G7 must act with urgency to meet climate commitments – and then do more
Commenting on the upcoming meeting of the Group of 7 (G7) in Sicily, WWF’s global Climate & Energy Practice leader Manuel Pulgar-Vidal, said it was incumbent on the G7 members to accelerate decarbonisation to limit warming to well below 2.0°C, aiming for 1.5°C, as set out in the global climate Paris Agreement.
The G7 countries are Italy, Japan, France, Germany, Canada, the United States, the UK plus the European Union.
“The G7 leaders are meeting just months after 2016 was declared the hottest year ever. The signs are there. The world is unbalanced and human-induced emissions is the main cause. Rising temperatures are affecting the lives and livelihoods of the most vulnerable communities. Biodiversity loss is weakening nature’s ability to provide the services on which human survival depends,” he said.
So while it will require a huge collective effort to tackle the challenges of climate change, the efforts of the G7 would be significant. “They must rally the political will needed to take immediate climate action at scale. Yes, the plan for climate action must be addressed in the UNFCCC. But informal discussions between leaders – such as will occur in Sicily this weekend – can result in increased momentum,” said Pulgar-Vidal.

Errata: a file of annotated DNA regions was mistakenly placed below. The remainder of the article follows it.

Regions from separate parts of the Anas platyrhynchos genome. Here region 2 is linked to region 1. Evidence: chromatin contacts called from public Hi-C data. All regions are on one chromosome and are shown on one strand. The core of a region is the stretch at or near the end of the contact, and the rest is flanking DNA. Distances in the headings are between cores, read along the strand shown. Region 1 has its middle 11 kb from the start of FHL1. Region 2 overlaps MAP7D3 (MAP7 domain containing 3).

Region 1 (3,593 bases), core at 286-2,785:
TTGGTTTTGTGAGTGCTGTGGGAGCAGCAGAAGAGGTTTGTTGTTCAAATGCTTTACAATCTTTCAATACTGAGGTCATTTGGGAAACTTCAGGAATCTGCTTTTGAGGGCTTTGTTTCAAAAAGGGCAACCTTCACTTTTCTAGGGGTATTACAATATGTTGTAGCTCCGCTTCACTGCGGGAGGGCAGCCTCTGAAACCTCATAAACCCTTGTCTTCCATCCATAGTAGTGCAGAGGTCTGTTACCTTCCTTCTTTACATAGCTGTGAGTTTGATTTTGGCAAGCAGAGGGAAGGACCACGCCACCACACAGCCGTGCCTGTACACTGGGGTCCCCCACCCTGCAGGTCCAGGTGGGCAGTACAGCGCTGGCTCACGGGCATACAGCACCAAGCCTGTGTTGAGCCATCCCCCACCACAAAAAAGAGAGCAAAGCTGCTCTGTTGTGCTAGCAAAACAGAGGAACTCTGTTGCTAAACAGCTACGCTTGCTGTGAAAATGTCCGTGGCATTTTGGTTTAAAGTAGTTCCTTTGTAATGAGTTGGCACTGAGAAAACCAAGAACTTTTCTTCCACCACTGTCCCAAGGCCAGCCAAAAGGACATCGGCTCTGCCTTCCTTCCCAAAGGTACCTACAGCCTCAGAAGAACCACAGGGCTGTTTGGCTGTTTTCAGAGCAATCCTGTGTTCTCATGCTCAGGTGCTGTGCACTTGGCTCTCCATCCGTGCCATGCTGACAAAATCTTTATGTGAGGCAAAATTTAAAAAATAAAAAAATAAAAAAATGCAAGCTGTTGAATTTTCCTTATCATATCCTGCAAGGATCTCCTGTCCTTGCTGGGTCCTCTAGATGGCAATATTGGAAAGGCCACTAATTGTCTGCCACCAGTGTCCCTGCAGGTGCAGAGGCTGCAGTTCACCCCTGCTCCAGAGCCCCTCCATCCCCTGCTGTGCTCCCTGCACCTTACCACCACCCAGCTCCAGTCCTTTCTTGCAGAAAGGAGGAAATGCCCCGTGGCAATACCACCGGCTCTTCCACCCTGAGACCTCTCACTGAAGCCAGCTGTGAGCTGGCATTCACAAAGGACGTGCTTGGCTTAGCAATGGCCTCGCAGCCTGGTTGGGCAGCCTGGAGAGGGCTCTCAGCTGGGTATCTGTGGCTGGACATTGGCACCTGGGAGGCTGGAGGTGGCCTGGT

“Any uncertainty about the US commitment to the Paris Agreement should be a call to action for governments worldwide to double down on their own commitments and hold each other accountable. No single government will define the ultimate outcome of our efforts to address climate change,” he said.
WWF-Italy’s Mariagrazia Midulla said the Pope’s meeting with US President Trump yesterday was timeous. “The choice to make the gift of the Encyclical Laudato Sì to President Trump highlights the Pope as a very important actor for all those who are committed to saving the planet from climate change.
“The speed and scale of the climate challenge has always required solutions from all sectors of society, including the religious sector. Globally, political leaders have the support they need to accelerate their progress, and it’s coming from cities, regional governments, businesses and the public.
“Italy’s motto for its G7 presidency is “building the foundations for renewed trust” with citizens," says Midulla. "In order to build real trust, it is important that Italy - and the other G7 leaders - maintain their commitments on climate and for the Paris Agreement, and increase them as the urgency of the problem requires. This is not the time to falter. It is the time to show reliability.”
Countries which do will reap the economic benefits in the form of increased jobs, improved health for citizens and a clean, safe environment, she said.
G7 countries should also fulfil their commitments with the most vulnerable countries on climate finance.
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